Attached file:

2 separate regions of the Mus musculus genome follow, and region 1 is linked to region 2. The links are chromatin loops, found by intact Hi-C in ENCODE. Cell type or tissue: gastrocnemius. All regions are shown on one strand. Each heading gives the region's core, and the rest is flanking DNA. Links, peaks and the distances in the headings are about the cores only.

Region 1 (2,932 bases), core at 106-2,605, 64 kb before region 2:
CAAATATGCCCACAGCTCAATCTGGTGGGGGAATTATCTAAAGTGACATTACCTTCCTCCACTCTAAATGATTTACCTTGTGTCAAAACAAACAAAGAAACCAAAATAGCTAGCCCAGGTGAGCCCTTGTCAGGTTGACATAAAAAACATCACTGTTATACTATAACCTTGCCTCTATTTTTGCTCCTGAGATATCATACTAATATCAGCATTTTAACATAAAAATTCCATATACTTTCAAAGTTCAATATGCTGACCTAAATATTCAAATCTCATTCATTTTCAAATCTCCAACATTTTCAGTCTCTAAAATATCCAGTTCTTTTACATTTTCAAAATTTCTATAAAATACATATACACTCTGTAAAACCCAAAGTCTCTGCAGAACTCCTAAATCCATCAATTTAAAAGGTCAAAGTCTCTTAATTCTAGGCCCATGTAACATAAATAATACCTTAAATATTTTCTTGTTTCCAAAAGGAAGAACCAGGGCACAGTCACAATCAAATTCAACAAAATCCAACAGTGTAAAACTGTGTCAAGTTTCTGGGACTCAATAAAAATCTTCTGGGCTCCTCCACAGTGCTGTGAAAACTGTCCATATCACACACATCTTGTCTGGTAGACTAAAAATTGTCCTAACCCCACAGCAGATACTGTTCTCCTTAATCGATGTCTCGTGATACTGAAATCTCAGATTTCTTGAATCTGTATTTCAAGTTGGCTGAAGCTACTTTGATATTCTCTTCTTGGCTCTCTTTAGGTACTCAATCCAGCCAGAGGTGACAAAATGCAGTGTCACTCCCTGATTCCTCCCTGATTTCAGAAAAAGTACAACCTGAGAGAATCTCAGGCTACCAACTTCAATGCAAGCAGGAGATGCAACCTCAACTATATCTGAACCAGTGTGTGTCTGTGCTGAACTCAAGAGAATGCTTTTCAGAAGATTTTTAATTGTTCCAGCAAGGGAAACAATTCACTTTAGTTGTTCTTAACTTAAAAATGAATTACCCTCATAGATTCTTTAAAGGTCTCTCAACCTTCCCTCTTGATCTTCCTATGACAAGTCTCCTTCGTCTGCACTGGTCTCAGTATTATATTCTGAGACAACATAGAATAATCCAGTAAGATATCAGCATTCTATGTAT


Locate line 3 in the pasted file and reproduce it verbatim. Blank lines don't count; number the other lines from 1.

CAAATATGCCCACAGCTCAATCTGGTGGGGGAATTATCTAAAGTGACATTACCTTCCTCCACTCTAAATGATTTACCTTGTGTCAAAACAAACAAAGAAACCAAAATAGCTAGCCCAGGTGAGCCCTTGTCAGGTTGACATAAAAAACATCACTGTTATACTATAACCTTGCCTCTATTTTTGCTCCTGAGATATCATACTAATATCAGCATTTTAACATAAAAATTCCATATACTTTCAAAGTTCAATATGCTGACCTAAATATTCAAATCTCATTCATTTTCAAATCTCCAACATTTTCAGTCTCTAAAATATCCAGTTCTTTTACATTTTCAAAATTTCTATAAAATACATATACACTCTGTAAAACCCAAAGTCTCTGCAGAACTCCTAAATCCATCAATTTAAAAGGTCAAAGTCTCTTAATTCTAGGCCCATGTAACATAAATAATACCTTAAATATTTTCTTGTTTCCAAAAGGAAGAACCAGGGCACAGTCACAATCAAATTCAACAAAATCCAACAGTGTAAAACTGTGTCAAGTTTCTGGGACTCAATAAAAATCTTCTGGGCTCCTCCACAGTGCTGTGAAAACTGTCCATATCACACACATCTTGTCTGGTAGACTAAAAATTGTCCTAACCCCACAGCAGATACTGTTCTCCTTAATCGATGTCTCGTGATACTGAAATCTCAGATTTCTTGAATCTGTATTTCAAGTTGGCTGAAGCTACTTTGATATTCTCTTCTTGGCTCTCTTTAGGTACTCAATCCAGCCAGAGGTGACAAAATGCAGTGTCACTCCCTGATTCCTCCCTGATTTCAGAAAAAGTACAACCTGAGAGAATCTCAGGCTACCAACTTCAATGCAAGCAGGAGATGCAACCTCAACTATATCTGAACCAGTGTGTGTCTGTGCTGAACTCAAGAGAATGCTTTTCAGAAGATTTTTAATTGTTCCAGCAAGGGAAACAATTCACTTTAGTTGTTCTTAACTTAAAAATGAATTACCCTCATAGATTCTTTAAAGGTCTCTCAACCTTCCCTCTTGATCTTCCTATGACAAGTCTCCTTCGTCTGCACTGGTCTCAGTATTATATTCTGAGACAACATAGAATAATCCAGTAAGATATCAGCATTCTATGTAT